• pump capacity;

  • delivery head;

  • automatic features (on/off);

  • dry suction depth in mm;

  • maximum size of the solid particles to be processed.

The type of pump you need and the cost incurred therefore depend upon your situation.

What type of puddle pump do I need?

We have provided a great deal of information, but you may still not be sure which model in our wide range of pumps is suitable. This is completely understandable because several factors are at play here, including:

  • the type of water you wish to drain;

  • the amount of water you need to drain;

  • the height to which the water needs to be pumped;

  • how long you want to use the pump.

The filters on this page might help you choose, or you can refer to our handy choice guide.

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Do you need help finding a puddle pump?

If you prefer to discuss the options with one of our experts, please feel free to contact our customer service by telephone, email, or completing the contact form. We at guarantee that you will always be given prompt, expert advice. Please do no hesitate to contact us if you need more information.


What to do if a puddle pump is running but not pumping?

If the pump is running but not pumping any water, there may be air trapped in the pump body. This can be dealt with easily by placing the pump at an angle in a container of water so that the pump body can fill with water and any air can escape. The following video demonstrates how this is done. Make sure as well that there are no kinks in the hoses or pipes so that the water can move through freely.

What is the difference between a sump pump and a puddle pump?

The puddle pump and the sump pump are both submersible devices used to drain excess rain or other types of water. But what is the difference between these two?

Sump pump

If it rains a great deal, rainwater will accumulate in the lowest part of the house: e.g. the cellar or crawl space. Many houses have a small sump pit fitted under the floor of the cellar or another low-lying area. At some point, this sump may overflow. This is when the sump pump, which is installed in the pit, comes into the picture. The float causes the pump to switch on automatically when the water reaches a certain level, at which point it switches off automatically again.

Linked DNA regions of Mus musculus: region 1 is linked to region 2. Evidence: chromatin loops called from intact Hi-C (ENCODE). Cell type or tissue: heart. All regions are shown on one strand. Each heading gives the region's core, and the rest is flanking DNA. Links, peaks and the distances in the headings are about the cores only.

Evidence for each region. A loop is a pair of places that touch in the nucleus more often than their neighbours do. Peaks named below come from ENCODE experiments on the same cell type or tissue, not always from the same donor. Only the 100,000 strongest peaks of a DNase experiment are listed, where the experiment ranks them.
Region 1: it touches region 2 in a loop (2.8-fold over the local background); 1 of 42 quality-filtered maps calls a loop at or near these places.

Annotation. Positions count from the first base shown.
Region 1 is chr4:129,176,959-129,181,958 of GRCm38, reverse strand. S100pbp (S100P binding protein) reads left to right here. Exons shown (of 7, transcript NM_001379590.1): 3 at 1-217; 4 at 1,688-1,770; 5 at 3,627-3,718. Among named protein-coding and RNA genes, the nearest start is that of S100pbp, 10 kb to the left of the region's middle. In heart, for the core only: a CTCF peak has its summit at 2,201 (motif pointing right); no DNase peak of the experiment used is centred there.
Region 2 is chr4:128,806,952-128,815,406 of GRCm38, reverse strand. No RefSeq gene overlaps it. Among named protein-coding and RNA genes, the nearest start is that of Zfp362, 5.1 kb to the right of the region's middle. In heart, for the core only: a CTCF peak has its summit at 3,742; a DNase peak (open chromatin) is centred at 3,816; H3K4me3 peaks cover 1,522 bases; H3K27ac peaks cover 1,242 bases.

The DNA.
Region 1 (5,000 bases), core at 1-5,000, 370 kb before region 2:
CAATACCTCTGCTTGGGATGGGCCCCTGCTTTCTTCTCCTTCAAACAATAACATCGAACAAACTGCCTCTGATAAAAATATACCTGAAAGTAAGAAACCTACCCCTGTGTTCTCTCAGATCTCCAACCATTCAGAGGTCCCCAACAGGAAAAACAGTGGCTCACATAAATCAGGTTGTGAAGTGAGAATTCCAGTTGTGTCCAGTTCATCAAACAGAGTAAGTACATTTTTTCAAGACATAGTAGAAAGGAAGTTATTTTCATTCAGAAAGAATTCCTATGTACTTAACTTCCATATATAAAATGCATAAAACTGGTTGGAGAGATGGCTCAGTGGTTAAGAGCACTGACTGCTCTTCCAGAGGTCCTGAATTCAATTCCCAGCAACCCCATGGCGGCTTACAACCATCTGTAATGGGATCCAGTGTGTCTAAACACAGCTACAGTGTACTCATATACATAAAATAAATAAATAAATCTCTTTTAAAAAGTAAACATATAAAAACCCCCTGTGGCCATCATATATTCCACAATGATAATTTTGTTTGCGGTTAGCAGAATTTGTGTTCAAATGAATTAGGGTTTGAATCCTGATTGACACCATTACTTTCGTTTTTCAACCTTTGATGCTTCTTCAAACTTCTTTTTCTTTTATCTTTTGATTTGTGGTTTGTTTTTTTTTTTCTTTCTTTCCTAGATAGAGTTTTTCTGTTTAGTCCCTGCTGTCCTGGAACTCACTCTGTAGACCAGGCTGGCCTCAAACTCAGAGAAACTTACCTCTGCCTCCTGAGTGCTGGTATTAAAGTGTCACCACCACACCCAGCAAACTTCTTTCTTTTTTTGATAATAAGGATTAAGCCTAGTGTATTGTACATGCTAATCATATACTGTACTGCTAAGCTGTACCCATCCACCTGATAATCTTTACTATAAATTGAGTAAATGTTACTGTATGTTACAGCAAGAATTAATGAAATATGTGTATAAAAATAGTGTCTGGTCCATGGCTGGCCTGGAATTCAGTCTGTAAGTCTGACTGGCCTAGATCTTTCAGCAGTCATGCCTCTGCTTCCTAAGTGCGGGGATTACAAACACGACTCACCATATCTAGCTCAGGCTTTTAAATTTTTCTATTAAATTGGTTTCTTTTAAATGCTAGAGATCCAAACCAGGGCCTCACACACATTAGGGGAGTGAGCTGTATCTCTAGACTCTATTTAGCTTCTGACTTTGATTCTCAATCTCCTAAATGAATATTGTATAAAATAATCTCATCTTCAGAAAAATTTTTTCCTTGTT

Puddle pump

Puddle pumps are used mainly for draining flooded spaces and surfaces (e.g. puddles) in the event of leakages or flooding, which often involves smaller amounts of water. A puddle pump is used to drain spaces as efficiently as possible so that the remaining water can be mopped up. This pump is therefore useful if all the water needs to be removed.

In short, a sump pump is used for draining large quantities of water from a sump pit, for example, while a puddle pump is used for sucking up a thin layer of water.

Can puddle pumps run dry?

Yes, a puddle pump can run dry. This pump is capable of draining a surface dry to a height of just a few millimetres, and this level is specified with all the products we supply. You need to switch off the pump once the water has reached a certain level because the water being pumped cools the device. If the pump is still running but not pumping any water, it will run dry. If this lasts for more than a few minutes, the pump will burn out. Make sure you prevent this by switching the pump off in time.

Can you submerge a puddle pump?

Yes, a puddle pump is fully submersible. However, the advantage is that this pump does not need to be fully immersed in water to be able to operate effectively. This makes the puddle pump a perfect device for draining spaces containing a thin layer of water.